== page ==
I do not think that there is some magic number that we are looking for. As far as the report is concerned, you are absolutely right to suggest that impacts are ultimately what we want to achieve if we want environmental change and improvement. However, the information on population and population trends is particularly useful in allowing a feedback loop to find out whether a deer management group has undertaken a range of measures. With that, we can see relatively soon what impact that is having on populations, which, ultimately, are an indicator of what we might expect with regard to habitat change over time.
The other thing of interest is a research review that we have undertaken over the past year; indeed, we are holding a seminar tomorrow to discuss its findings with stakeholders. Something that emerged from that process was the identification by stakeholders of information on population trends and local population density as being quite important in helping them to make decisions and supporting that adaptive management approach. We really want local ownership but, for the voluntary approach to work, we need information flow and the ability to see whether such an intervention gives us the right response. As a result, populations are very useful as an indicator and a proxy but, as you have identified, impacts are crucial.
Although I appreciate that it is difficult at times to determine whether it is deer or other herbivores that are impacting on some of our protected sites, I note that in giving evidence on biodiversity the RSPB told the committee:
“Deer management is a key issue in addressing the condition of some of our designated sites and the expansion of native woodland: 18 per cent of protected areas—mostly in upland areas—in Scotland are in unfavourable condition because of the impact of deer browsing.”—[Official Report, Environment, Climate Change and Land Reform Committee, 1 November 2016; c 19-20.]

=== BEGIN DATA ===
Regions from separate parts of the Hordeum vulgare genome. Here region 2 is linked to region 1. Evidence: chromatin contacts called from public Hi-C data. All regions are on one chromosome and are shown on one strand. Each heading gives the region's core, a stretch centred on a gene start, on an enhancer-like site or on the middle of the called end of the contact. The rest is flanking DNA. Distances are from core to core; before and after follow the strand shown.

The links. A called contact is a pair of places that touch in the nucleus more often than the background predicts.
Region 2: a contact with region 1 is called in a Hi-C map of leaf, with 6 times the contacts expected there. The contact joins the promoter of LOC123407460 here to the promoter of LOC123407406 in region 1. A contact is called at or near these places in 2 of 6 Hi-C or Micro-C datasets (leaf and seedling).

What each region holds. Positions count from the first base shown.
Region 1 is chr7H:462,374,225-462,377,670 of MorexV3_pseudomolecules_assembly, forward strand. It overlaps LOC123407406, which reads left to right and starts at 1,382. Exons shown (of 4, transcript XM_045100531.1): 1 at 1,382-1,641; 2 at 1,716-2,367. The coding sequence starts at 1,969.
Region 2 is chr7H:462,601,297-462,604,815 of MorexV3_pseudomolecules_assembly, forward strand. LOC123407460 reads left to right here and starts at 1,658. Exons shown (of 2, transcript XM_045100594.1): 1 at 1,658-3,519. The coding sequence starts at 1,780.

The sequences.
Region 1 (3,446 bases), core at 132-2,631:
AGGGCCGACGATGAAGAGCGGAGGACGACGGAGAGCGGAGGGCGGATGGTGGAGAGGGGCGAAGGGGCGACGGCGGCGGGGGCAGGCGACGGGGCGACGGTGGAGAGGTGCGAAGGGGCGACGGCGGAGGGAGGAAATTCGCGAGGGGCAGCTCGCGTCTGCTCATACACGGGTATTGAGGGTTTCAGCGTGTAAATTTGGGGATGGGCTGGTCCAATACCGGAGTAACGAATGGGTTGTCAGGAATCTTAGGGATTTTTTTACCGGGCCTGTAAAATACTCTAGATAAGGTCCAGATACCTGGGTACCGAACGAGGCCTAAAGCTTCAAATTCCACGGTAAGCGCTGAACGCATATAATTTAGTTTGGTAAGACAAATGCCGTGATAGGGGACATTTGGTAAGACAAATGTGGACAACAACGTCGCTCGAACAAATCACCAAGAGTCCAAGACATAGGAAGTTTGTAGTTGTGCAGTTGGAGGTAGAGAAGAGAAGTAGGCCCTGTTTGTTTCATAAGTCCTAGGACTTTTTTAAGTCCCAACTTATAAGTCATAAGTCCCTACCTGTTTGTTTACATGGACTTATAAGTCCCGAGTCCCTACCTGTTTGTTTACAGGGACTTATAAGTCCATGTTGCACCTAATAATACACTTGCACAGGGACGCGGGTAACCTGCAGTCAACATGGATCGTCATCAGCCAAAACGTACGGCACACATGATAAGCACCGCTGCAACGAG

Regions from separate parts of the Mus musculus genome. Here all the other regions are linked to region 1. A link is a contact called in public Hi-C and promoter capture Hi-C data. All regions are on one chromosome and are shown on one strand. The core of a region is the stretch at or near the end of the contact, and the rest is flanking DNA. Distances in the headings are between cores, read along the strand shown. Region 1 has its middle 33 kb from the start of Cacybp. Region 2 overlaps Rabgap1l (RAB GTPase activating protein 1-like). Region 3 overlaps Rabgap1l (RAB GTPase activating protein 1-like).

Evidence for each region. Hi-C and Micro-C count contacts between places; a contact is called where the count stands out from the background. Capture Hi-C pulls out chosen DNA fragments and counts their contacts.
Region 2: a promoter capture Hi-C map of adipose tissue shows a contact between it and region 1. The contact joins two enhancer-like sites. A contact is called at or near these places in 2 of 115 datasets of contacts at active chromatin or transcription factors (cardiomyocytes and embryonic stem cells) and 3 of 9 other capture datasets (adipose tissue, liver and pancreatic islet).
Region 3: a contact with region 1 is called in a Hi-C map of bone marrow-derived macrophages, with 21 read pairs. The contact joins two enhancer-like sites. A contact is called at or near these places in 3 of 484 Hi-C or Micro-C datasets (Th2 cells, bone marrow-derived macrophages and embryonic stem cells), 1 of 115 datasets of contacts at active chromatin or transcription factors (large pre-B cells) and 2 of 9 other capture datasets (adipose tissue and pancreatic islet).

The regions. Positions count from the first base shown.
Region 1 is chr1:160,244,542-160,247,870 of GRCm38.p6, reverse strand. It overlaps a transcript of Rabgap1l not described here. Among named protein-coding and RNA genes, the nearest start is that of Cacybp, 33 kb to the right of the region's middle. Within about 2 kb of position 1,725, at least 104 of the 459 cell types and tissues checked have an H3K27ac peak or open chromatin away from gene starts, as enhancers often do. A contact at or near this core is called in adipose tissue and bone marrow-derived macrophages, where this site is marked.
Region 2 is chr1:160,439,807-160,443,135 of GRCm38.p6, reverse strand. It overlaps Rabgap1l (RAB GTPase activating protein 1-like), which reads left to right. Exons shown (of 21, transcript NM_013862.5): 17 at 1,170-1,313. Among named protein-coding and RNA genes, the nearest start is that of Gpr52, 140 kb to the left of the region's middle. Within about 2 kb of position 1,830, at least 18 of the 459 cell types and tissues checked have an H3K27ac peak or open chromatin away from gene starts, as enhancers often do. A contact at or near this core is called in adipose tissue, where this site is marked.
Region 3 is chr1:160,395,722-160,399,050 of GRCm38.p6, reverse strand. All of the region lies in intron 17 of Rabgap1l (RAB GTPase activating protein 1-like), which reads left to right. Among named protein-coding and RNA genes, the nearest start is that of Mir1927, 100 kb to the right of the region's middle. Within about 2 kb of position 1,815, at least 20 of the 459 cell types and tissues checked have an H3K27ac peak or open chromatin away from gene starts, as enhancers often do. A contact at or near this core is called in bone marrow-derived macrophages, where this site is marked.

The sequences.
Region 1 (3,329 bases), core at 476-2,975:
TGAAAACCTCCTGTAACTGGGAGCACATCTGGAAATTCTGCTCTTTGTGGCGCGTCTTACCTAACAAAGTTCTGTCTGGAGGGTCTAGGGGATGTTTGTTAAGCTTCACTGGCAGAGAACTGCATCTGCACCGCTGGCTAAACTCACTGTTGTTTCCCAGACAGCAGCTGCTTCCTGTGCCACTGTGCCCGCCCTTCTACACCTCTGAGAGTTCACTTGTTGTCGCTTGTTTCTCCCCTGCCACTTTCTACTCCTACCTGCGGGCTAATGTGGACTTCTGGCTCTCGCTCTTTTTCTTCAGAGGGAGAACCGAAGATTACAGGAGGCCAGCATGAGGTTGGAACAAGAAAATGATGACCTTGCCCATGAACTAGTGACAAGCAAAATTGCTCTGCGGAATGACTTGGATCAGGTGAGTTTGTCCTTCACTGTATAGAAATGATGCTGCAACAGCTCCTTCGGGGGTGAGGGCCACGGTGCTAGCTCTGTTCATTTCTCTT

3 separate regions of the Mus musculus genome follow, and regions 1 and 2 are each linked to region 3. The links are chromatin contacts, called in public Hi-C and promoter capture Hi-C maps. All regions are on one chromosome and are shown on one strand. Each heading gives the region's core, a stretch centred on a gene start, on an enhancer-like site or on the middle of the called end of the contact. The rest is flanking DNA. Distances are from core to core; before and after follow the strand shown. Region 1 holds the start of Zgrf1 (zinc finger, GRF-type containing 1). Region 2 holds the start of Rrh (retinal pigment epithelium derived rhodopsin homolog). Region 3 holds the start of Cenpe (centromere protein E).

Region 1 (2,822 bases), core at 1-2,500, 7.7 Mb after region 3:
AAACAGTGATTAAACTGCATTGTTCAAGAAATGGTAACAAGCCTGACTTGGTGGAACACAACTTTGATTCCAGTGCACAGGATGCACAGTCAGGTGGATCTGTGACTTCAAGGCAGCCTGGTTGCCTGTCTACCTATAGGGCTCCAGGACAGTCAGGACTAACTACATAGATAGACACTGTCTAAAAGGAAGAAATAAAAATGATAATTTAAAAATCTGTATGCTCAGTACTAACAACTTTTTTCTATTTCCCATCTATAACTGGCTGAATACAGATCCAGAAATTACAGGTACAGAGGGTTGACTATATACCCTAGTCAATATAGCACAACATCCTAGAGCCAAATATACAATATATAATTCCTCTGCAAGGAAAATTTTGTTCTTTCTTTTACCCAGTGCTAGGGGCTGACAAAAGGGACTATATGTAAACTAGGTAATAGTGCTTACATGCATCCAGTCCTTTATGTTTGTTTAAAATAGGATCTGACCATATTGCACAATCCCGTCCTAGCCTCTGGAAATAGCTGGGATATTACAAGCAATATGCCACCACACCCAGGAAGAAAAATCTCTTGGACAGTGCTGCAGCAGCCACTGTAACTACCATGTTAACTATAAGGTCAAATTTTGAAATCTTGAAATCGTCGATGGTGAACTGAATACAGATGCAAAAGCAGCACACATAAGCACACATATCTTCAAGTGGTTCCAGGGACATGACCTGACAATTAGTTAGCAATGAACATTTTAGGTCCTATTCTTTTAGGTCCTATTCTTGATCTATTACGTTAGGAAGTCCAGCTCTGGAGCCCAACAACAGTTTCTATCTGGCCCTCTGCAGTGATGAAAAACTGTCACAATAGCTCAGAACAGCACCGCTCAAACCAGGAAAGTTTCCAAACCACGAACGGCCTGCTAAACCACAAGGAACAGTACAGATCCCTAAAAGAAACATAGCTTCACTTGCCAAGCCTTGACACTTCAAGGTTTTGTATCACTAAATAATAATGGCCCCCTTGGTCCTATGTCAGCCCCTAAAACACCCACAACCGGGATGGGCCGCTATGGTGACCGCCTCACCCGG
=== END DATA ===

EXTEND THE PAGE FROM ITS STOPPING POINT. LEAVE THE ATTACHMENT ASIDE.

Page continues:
Do you accept that statistic? If so, what does it say about the success or otherwise of the current approach?10:45
I can answer on the statistics. The way that I have it in my head is different from the way in which the RSPB has presented it, so perhaps I can explain how we have presented it in the report. I am not quite sure, though, whether my explanation will meet the 18 per cent point.
You will know that the national figure for protected sites in favourable condition is 81 per cent; that is a national performance indicator for the Government. We have assessed that the figure for sites that are affected by herbivores within deer management group areas is 10 per cent lower than the national indicator, or—I am trying to do the maths—71 per cent. In areas covered by the lowland deer, the figure is 12 per cent lower.
One of our key conclusions is that deer are a major factor in the unfavourable condition of protected sites. The two figures are in the same ballpark. There are a lot of different ways of looking at it.
So it is a presentational issue.
The question that is still to be answered is, if we accept something around there as being accurate, what does that tell us about the success or otherwise of the approach that we have taken to date?
I will repeat something that I said earlier. One of the main factors influencing our conclusion that the step change has not been achieved across the piece is that we have not seen the progress that we would like to see, particularly in terms of natural heritage impacts. It is clear that there is a need for further work.
On the steps that might be taken, there are probably a range of options. I emphasise that there are probably some tools already there that can be used to greater effect, but there might be other options as well.
What we are not doing is suggesting that that means that deer management groups and the work of the Association of Deer Management Groups have been unsuccessful—a lot has been achieved. However, we have not delivered in terms of natural heritage within the 2020 timeframe.
Given that you have acknowledged both here and in the report the work that the DMGs do, why do you think that they have responded so—I was going to say “angrily”, but perhaps that is an exaggeration. They are clearly unhappy with some of what is in the report. What do you think lies behind that?
I will not try to second-guess that. I have read the reports, and I know that the committee will be taking evidence from the ADMG in the near future. My response to the DMGs would be—I am sure that this has now happened—to read the report in its entirety and to recognise that it is not about direct criticism or blame. The DMGs have an important role to play but, as far as deer management in Scotland is concerned, it is a much bigger picture than that.